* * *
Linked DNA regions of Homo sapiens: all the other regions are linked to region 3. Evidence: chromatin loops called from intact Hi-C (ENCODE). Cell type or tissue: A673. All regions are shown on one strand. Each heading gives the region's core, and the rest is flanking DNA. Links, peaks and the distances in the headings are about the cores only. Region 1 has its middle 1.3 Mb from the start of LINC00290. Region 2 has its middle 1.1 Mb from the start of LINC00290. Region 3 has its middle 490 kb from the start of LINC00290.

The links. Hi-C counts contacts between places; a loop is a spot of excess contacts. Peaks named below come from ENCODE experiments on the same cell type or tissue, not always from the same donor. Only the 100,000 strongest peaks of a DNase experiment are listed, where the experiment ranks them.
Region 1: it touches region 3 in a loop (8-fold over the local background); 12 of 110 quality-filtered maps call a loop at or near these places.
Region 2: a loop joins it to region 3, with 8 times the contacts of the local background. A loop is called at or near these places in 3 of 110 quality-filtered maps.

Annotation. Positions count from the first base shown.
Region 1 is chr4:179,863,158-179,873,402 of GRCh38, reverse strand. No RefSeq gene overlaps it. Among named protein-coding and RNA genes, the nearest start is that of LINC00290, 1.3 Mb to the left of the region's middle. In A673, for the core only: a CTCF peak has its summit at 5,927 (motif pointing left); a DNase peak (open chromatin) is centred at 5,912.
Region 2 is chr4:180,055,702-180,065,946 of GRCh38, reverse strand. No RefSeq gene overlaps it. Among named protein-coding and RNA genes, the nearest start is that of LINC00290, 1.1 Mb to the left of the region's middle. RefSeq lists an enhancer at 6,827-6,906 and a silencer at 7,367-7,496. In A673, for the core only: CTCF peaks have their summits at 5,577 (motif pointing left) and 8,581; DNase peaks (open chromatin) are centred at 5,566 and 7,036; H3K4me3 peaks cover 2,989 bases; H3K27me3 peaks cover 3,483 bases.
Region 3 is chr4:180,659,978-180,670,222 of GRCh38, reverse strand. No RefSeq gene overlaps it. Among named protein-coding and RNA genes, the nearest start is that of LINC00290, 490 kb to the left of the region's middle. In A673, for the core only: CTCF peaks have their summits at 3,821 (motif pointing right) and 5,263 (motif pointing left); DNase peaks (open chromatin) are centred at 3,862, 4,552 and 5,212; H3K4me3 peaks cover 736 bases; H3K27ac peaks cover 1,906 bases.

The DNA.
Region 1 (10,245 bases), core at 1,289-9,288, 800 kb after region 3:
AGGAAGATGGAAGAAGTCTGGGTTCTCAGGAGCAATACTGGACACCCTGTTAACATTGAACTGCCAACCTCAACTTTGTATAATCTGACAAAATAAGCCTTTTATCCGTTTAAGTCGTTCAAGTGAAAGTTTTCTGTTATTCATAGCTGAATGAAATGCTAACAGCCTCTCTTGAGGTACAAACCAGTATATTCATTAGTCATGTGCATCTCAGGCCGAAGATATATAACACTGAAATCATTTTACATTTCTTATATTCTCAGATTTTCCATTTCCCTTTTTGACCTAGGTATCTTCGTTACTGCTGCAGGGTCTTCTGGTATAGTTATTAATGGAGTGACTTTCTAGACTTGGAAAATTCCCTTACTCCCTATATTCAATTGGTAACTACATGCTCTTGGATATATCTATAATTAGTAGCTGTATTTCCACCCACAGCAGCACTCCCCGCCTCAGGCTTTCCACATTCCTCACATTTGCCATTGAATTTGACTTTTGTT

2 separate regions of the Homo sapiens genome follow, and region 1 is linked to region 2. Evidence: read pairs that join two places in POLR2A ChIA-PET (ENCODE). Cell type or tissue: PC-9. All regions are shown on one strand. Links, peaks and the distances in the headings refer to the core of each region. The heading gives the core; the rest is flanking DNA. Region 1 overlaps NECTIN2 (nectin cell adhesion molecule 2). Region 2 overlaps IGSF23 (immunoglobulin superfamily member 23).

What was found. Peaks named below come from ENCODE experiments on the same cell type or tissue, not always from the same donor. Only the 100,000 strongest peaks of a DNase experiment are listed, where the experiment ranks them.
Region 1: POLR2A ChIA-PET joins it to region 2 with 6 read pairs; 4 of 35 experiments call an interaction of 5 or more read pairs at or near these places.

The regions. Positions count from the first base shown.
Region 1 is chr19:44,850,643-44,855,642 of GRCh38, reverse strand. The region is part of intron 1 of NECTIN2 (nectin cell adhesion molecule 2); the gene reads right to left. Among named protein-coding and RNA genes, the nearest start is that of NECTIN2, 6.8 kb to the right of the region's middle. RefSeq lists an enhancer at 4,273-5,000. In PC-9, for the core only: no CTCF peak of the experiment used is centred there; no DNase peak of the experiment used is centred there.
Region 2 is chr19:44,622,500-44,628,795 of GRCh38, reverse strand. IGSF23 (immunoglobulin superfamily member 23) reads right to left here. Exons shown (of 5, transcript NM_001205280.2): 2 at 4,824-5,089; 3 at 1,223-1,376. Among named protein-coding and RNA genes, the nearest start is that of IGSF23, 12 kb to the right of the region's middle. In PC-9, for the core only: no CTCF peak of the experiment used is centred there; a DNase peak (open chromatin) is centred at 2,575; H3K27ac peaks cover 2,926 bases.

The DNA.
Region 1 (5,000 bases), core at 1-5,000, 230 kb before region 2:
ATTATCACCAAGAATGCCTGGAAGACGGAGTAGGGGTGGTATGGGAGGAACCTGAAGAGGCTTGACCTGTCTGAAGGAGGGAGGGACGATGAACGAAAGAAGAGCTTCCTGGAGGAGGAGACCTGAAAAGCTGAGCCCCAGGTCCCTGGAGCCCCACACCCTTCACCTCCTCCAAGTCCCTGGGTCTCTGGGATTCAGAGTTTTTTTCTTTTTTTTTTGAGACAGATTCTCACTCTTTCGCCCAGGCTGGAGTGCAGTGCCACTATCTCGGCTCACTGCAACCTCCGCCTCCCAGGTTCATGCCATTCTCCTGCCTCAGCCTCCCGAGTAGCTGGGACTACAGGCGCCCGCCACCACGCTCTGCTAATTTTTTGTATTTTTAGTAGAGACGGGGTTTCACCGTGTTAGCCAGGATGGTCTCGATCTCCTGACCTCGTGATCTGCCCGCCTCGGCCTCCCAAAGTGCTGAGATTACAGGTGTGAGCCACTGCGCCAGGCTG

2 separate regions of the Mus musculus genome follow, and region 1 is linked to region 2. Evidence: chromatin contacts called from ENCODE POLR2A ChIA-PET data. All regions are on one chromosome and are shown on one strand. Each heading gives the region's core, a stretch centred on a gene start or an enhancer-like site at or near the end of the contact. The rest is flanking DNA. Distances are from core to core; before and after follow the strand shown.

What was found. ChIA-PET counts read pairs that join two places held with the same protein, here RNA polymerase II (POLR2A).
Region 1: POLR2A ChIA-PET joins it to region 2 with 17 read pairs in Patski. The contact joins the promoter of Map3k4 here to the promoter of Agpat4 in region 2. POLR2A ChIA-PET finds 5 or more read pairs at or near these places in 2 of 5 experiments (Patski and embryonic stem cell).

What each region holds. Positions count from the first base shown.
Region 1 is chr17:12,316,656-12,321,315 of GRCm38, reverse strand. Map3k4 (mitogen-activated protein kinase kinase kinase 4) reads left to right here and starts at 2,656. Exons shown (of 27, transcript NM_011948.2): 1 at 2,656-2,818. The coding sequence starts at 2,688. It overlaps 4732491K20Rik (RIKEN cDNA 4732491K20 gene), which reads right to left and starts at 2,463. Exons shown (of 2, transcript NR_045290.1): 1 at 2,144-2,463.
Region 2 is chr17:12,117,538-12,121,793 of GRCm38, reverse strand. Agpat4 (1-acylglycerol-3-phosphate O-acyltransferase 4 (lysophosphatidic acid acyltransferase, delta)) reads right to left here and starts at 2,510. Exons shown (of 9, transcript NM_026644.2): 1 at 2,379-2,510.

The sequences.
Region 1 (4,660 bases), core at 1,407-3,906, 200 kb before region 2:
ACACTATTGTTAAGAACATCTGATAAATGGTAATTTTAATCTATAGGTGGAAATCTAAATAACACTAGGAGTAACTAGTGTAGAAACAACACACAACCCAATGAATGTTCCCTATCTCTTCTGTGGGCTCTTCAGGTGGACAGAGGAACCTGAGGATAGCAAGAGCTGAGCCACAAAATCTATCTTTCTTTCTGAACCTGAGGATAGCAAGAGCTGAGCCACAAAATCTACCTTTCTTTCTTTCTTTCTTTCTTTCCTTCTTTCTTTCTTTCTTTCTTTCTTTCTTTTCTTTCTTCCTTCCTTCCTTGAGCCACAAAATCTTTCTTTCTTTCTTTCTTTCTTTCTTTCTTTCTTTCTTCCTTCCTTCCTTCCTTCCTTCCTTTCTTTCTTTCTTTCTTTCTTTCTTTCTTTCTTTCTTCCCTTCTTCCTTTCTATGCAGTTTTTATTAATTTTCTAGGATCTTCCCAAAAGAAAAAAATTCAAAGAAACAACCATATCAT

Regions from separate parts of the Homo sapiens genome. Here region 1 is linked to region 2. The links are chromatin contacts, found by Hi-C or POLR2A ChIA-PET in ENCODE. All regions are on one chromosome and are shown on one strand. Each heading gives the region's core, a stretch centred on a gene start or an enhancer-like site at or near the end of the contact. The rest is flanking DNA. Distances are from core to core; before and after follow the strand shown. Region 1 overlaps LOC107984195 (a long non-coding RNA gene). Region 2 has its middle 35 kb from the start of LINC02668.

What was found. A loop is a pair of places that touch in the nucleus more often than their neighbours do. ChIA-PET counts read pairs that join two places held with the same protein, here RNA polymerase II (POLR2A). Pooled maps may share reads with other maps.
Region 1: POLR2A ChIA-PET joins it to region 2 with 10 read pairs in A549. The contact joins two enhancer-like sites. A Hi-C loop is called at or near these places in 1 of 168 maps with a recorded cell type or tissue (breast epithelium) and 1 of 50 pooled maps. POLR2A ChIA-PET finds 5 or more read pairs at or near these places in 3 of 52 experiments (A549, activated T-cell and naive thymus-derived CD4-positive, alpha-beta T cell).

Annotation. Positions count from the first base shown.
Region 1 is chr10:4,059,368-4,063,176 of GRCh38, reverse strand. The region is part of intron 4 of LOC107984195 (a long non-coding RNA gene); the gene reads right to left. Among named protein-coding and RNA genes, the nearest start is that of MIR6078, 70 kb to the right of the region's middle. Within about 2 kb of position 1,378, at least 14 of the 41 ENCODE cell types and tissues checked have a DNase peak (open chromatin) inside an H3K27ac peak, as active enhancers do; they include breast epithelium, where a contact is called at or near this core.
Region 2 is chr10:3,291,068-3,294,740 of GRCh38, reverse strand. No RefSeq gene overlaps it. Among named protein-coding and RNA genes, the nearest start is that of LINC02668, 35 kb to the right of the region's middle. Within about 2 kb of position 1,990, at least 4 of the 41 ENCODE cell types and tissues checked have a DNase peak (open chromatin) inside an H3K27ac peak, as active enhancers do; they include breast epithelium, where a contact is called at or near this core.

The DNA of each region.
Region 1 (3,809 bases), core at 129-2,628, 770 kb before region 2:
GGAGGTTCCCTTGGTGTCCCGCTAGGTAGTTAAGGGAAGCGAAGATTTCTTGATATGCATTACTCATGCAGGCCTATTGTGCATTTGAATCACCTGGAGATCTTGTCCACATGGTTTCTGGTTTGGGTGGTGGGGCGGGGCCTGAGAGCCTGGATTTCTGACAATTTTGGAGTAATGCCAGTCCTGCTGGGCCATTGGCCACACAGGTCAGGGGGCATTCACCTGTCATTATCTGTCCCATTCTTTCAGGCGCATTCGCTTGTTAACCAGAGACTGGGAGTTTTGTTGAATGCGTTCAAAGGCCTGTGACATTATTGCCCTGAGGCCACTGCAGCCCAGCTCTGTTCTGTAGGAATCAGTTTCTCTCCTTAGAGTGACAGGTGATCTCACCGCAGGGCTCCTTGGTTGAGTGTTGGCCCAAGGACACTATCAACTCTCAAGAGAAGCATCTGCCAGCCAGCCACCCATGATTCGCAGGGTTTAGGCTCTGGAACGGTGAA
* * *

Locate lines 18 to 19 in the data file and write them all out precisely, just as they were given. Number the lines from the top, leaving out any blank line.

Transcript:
The DNA.
Region 1 (5,000 bases), core at 1-5,000, 230 kb before region 2: